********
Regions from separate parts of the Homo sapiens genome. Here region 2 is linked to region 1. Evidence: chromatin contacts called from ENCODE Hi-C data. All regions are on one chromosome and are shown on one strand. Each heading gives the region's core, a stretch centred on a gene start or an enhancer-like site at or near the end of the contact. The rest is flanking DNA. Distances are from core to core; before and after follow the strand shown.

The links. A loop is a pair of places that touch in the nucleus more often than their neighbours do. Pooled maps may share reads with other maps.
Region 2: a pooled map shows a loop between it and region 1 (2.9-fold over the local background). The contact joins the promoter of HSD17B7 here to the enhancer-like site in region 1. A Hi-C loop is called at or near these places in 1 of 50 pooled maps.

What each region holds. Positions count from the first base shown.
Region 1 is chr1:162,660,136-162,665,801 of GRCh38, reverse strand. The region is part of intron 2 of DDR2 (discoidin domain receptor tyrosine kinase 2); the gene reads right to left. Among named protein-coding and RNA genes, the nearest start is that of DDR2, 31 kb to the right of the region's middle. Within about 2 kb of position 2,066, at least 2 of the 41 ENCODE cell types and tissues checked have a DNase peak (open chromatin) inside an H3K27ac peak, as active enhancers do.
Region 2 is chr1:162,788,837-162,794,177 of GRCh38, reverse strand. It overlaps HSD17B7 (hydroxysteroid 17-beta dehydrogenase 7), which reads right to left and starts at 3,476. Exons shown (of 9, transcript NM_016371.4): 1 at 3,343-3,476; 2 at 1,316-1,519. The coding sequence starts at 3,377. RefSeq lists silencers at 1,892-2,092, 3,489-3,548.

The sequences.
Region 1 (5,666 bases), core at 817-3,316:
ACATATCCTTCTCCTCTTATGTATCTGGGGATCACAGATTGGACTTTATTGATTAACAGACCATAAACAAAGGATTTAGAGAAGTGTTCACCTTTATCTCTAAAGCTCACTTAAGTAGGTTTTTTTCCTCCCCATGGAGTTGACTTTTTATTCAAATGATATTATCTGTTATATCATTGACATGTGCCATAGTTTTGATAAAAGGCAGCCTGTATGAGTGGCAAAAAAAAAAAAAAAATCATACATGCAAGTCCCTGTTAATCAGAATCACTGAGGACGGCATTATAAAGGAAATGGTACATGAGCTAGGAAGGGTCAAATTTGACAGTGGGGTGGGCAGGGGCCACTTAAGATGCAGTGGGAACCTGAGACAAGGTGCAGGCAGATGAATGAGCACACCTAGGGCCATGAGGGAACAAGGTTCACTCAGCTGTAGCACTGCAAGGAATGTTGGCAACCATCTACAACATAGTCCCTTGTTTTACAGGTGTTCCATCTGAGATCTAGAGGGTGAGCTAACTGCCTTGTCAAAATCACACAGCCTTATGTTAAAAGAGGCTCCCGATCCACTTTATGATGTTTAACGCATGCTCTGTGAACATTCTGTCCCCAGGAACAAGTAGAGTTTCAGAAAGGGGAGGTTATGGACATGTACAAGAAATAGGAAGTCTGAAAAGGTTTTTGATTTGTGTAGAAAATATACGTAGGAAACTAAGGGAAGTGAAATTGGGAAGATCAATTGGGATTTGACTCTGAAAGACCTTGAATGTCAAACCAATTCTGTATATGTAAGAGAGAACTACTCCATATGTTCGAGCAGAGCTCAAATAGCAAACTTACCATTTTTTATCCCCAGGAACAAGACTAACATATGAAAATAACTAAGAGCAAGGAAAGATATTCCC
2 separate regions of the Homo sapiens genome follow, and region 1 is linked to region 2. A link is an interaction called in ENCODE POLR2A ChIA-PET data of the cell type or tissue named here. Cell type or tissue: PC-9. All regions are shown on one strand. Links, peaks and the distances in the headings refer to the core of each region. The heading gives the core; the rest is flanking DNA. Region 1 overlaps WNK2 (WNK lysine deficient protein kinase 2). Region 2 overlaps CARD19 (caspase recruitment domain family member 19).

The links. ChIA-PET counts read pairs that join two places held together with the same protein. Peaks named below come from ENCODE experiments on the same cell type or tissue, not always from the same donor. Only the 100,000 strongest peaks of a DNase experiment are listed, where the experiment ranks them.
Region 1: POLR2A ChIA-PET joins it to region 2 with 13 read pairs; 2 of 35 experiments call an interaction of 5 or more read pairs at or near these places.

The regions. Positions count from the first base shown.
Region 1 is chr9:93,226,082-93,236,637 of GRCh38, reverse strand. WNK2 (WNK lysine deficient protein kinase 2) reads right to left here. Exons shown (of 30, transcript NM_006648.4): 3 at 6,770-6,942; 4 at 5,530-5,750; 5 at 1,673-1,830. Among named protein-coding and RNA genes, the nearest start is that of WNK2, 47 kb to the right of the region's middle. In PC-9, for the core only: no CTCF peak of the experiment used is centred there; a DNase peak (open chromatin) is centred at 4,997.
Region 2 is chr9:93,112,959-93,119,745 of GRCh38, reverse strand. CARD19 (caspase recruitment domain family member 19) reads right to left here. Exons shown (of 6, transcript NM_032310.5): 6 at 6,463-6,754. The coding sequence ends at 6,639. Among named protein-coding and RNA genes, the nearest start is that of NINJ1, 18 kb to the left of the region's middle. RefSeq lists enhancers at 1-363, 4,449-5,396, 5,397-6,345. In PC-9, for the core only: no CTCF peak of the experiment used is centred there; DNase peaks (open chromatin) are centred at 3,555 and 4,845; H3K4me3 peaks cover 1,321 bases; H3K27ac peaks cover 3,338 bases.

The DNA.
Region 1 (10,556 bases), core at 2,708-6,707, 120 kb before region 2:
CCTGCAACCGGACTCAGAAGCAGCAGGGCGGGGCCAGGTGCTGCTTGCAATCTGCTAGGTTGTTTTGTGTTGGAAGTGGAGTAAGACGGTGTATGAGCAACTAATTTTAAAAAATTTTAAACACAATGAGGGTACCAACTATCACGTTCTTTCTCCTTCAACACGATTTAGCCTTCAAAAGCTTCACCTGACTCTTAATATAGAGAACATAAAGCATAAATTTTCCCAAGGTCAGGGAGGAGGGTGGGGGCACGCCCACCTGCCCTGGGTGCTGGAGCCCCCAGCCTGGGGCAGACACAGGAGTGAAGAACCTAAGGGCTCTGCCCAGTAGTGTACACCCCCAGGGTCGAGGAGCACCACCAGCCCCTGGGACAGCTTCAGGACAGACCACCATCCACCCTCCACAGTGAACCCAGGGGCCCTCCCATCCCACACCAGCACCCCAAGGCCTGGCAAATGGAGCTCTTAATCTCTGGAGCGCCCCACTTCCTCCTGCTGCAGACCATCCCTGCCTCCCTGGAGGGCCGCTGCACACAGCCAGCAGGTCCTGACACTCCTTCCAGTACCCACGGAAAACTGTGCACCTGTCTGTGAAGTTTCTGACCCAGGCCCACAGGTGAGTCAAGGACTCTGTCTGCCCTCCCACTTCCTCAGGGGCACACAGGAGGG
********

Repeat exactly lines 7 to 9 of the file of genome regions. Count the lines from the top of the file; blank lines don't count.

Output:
The sequences.
Region 1 (5,666 bases), core at 817-3,316:
ACATATCCTTCTCCTCTTATGTATCTGGGGATCACAGATTGGACTTTATTGATTAACAGACCATAAACAAAGGATTTAGAGAAGTGTTCACCTTTATCTCTAAAGCTCACTTAAGTAGGTTTTTTTCCTCCCCATGGAGTTGACTTTTTATTCAAATGATATTATCTGTTATATCATTGACATGTGCCATAGTTTTGATAAAAGGCAGCCTGTATGAGTGGCAAAAAAAAAAAAAAAATCATACATGCAAGTCCCTGTTAATCAGAATCACTGAGGACGGCATTATAAAGGAAATGGTACATGAGCTAGGAAGGGTCAAATTTGACAGTGGGGTGGGCAGGGGCCACTTAAGATGCAGTGGGAACCTGAGACAAGGTGCAGGCAGATGAATGAGCACACCTAGGGCCATGAGGGAACAAGGTTCACTCAGCTGTAGCACTGCAAGGAATGTTGGCAACCATCTACAACATAGTCCCTTGTTTTACAGGTGTTCCATCTGAGATCTAGAGGGTGAGCTAACTGCCTTGTCAAAATCACACAGCCTTATGTTAAAAGAGGCTCCCGATCCACTTTATGATGTTTAACGCATGCTCTGTGAACATTCTGTCCCCAGGAACAAGTAGAGTTTCAGAAAGGGGAGGTTATGGACATGTACAAGAAATAGGAAGTCTGAAAAGGTTTTTGATTTGTGTAGAAAATATACGTAGGAAACTAAGGGAAGTGAAATTGGGAAGATCAATTGGGATTTGACTCTGAAAGACCTTGAATGTCAAACCAATTCTGTATATGTAAGAGAGAACTACTCCATATGTTCGAGCAGAGCTCAAATAGCAAACTTACCATTTTTTATCCCCAGGAACAAGACTAACATATGAAAATAACTAAGAGCAAGGAAAGATATTCCC